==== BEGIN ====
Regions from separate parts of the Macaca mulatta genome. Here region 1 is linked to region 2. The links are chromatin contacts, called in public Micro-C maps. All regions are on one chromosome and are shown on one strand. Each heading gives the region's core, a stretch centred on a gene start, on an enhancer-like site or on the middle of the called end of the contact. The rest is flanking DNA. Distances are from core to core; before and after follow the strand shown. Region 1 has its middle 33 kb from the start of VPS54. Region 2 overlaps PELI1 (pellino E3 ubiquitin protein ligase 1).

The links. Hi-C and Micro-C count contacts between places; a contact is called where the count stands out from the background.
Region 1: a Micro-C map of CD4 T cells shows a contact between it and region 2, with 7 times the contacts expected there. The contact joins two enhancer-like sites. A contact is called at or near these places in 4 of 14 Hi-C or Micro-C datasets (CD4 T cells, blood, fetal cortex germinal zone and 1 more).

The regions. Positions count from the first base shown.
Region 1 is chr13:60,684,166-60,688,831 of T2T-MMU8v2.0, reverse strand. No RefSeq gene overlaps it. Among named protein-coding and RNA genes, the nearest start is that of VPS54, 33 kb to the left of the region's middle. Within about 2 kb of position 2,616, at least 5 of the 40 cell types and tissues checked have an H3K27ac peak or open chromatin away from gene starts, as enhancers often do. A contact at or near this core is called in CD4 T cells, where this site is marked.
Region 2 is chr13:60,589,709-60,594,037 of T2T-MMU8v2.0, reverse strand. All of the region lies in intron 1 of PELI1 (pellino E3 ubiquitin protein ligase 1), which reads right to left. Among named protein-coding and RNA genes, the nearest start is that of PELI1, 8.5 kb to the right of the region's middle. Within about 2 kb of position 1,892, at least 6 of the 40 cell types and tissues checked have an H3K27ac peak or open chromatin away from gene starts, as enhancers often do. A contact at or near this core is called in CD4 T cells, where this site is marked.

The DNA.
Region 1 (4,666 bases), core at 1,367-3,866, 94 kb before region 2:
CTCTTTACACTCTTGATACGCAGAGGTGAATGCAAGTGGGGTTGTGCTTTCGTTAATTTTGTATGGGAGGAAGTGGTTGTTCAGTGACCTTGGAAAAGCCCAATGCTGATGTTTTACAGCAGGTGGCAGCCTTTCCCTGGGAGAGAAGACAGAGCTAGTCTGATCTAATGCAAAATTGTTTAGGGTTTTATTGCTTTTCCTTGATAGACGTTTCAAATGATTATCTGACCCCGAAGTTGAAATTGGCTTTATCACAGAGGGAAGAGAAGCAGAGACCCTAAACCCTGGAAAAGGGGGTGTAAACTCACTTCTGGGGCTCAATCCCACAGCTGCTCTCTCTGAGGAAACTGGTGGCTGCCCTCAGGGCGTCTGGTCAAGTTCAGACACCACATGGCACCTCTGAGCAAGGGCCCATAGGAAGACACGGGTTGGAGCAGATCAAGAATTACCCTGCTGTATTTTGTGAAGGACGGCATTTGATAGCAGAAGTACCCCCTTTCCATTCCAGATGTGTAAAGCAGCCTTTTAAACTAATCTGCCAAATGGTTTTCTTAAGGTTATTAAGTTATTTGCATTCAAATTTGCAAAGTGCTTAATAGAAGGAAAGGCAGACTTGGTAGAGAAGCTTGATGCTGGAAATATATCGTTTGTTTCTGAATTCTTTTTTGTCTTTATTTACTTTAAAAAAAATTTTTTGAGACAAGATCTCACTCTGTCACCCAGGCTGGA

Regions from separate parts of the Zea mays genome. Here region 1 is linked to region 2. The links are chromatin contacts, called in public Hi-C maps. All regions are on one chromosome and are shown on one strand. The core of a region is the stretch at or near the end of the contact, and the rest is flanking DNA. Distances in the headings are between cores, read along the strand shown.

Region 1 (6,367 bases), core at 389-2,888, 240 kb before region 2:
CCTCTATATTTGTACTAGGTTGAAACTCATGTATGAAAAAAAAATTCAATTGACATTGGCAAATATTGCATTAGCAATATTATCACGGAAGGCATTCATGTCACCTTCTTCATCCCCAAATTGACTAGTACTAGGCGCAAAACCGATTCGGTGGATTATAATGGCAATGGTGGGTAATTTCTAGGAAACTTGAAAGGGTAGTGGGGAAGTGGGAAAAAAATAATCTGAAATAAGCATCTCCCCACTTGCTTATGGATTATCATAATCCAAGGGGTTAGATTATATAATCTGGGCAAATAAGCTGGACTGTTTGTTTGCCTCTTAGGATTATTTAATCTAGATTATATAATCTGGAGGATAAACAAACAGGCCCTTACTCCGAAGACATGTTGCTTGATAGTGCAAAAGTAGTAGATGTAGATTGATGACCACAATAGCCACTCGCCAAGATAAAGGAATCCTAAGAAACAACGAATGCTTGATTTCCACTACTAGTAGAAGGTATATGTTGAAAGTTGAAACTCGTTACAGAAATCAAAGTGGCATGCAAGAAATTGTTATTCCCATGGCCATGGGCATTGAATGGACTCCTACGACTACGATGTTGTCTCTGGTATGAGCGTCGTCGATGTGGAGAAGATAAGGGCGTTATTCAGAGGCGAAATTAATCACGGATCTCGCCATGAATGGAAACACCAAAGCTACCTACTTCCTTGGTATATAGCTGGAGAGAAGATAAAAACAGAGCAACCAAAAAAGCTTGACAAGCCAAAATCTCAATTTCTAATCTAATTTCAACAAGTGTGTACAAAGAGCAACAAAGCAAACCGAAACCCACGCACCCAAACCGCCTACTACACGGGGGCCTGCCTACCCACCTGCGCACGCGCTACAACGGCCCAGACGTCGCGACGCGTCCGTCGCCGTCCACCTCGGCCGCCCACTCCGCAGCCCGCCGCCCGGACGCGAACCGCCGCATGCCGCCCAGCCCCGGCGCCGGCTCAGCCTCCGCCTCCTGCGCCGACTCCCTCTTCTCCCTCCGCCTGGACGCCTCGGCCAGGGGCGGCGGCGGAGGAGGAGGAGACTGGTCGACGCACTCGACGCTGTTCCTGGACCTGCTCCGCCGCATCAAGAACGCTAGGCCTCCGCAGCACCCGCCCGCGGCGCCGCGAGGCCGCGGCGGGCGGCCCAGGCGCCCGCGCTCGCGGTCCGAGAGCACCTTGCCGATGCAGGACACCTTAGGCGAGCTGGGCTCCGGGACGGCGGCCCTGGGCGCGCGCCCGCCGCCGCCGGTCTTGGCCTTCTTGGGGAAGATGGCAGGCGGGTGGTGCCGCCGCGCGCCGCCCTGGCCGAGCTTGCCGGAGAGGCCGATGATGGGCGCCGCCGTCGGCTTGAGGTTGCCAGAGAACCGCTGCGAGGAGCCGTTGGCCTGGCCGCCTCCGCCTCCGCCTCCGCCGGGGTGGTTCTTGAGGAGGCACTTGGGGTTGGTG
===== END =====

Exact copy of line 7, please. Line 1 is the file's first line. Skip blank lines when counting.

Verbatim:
The DNA.